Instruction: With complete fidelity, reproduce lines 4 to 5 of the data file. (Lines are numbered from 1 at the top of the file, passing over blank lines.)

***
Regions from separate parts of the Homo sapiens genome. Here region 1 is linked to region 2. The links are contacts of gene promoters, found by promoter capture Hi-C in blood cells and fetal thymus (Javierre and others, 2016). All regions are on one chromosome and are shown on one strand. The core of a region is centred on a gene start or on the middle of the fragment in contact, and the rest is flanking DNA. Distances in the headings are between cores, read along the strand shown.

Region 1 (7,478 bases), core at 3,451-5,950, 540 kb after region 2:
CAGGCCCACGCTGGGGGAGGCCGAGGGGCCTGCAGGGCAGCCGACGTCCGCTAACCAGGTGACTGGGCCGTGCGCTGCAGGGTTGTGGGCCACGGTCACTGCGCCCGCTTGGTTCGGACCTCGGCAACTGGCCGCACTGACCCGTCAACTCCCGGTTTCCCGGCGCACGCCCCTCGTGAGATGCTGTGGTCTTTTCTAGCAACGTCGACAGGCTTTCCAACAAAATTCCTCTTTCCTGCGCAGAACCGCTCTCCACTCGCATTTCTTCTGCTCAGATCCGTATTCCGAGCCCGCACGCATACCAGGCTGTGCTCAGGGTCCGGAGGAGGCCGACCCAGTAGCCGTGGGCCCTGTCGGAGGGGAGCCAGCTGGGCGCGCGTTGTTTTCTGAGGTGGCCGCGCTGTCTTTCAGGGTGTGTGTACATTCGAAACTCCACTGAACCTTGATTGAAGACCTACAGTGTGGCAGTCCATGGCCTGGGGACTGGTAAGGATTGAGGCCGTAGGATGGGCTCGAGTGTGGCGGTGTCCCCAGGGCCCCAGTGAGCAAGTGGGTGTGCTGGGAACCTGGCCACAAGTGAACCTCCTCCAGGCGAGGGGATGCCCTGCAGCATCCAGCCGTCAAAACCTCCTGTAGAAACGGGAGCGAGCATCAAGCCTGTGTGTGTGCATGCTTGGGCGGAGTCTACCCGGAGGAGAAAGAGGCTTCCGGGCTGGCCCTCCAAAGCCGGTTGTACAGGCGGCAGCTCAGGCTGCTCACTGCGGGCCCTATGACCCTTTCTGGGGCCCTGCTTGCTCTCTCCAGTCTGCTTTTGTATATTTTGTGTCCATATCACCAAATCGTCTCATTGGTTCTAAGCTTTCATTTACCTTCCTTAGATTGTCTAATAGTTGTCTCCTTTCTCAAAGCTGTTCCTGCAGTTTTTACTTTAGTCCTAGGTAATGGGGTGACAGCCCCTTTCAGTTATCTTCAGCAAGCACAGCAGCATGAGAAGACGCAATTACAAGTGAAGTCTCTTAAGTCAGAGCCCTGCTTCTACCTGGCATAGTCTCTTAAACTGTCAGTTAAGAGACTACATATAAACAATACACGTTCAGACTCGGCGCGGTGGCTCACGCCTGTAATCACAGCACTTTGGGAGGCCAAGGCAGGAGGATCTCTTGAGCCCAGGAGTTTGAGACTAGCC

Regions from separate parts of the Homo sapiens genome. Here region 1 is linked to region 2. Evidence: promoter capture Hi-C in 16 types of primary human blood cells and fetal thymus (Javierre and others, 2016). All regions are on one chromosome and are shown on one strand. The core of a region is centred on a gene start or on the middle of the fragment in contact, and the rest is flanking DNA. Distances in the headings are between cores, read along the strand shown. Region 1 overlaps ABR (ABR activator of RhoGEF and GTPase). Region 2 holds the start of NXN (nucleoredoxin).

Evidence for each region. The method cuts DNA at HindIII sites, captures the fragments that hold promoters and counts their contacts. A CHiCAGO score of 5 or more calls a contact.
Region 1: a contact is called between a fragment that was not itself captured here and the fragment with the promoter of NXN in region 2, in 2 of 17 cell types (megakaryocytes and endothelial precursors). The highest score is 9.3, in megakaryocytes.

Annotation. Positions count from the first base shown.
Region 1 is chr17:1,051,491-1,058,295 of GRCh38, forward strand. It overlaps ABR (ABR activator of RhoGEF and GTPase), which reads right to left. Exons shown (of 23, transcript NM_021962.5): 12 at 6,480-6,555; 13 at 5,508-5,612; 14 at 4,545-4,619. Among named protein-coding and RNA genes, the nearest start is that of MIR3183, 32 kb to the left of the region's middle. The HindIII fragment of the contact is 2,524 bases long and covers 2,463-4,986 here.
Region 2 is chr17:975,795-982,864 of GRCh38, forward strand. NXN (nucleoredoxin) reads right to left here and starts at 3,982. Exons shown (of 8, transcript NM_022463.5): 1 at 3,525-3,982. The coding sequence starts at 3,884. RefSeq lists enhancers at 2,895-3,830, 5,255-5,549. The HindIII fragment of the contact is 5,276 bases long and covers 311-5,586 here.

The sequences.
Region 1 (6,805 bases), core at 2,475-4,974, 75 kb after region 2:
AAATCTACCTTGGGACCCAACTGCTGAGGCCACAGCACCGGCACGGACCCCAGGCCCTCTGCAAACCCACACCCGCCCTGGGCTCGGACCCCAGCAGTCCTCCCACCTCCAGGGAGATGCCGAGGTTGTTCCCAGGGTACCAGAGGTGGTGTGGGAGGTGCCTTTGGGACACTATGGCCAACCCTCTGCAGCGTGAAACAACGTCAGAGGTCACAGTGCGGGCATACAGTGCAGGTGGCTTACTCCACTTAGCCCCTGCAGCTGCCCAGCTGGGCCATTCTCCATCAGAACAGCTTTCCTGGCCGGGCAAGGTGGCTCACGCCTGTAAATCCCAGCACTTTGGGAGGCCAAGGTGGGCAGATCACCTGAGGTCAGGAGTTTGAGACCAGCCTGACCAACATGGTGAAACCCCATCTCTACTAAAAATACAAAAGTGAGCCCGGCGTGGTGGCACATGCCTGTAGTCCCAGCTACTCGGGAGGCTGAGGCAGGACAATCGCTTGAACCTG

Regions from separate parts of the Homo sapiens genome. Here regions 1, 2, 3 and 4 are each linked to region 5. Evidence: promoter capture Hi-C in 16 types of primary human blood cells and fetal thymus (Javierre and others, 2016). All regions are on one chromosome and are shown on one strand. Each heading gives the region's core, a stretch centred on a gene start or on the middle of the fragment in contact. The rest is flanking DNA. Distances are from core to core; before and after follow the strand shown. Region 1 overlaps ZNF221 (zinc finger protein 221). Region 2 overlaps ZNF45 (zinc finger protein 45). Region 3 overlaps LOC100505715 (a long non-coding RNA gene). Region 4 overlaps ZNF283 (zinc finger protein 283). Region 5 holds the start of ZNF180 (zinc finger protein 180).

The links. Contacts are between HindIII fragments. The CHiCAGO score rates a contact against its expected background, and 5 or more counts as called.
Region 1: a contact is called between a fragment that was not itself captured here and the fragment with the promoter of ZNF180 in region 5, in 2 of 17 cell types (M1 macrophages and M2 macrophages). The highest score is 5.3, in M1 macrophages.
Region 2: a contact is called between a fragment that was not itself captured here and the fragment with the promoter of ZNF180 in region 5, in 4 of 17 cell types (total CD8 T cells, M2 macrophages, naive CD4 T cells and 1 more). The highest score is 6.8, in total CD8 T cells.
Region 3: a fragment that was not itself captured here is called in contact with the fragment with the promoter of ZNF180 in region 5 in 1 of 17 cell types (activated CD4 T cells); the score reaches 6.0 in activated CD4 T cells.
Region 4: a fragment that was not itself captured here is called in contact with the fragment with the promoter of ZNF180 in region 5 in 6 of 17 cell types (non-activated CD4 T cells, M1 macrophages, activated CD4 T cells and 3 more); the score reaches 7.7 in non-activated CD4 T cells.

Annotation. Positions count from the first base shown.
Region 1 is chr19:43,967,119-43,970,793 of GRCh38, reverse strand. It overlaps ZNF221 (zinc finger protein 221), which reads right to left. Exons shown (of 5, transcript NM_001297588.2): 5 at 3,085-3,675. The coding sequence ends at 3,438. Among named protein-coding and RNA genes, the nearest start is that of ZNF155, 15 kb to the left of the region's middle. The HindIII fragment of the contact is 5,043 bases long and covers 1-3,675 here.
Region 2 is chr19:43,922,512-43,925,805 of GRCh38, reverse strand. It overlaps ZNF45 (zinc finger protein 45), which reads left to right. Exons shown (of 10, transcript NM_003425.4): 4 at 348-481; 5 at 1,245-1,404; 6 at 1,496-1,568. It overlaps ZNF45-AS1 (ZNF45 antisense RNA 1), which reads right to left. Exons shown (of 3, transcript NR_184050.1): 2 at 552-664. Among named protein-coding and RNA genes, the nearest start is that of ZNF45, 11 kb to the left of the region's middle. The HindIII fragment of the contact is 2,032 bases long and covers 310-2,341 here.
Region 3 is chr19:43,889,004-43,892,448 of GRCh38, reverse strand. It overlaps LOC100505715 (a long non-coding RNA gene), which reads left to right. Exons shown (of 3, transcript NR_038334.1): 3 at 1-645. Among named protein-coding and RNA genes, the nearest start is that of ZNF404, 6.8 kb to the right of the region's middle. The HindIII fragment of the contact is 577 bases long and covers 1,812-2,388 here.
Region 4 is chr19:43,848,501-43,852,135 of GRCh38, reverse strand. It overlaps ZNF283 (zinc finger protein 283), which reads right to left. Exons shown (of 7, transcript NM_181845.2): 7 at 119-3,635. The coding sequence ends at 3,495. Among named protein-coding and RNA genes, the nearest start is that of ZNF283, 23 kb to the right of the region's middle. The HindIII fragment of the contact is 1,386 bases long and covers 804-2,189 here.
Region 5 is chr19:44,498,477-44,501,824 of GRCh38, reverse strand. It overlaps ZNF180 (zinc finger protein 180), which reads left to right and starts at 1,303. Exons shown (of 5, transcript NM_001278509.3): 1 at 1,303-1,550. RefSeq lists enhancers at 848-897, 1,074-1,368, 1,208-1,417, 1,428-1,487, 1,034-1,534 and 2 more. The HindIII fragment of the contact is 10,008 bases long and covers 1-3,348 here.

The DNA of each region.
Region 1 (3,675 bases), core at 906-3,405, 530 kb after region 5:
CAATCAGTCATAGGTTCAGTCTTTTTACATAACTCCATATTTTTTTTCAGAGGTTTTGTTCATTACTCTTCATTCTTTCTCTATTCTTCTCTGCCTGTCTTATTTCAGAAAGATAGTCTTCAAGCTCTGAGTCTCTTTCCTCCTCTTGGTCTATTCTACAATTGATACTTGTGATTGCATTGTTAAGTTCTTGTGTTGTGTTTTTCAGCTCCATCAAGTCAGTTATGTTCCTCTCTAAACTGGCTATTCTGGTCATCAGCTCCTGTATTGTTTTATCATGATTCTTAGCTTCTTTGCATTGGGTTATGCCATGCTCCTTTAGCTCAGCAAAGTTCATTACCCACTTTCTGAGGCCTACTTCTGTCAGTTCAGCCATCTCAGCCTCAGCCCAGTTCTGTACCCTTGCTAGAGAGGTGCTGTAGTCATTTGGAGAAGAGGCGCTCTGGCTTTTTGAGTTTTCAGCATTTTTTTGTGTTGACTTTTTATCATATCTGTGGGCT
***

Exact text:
Regions from separate parts of the Homo sapiens genome. Here region 1 is linked to region 2. Evidence: promoter capture Hi-C in 16 types of primary human blood cells and fetal thymus (Javierre and others, 2016). All regions are on one chromosome and are shown on one strand. The core of a region is centred on a gene start or on the middle of the fragment in contact, and the rest is flanking DNA. Distances in the headings are between cores, read along the strand shown. Region 1 overlaps ABR (ABR activator of RhoGEF and GTPase). Region 2 holds the start of NXN (nucleoredoxin).

Evidence for each region. The method cuts DNA at HindIII sites, captures the fragments that hold promoters and counts their contacts. A CHiCAGO score of 5 or more calls a contact.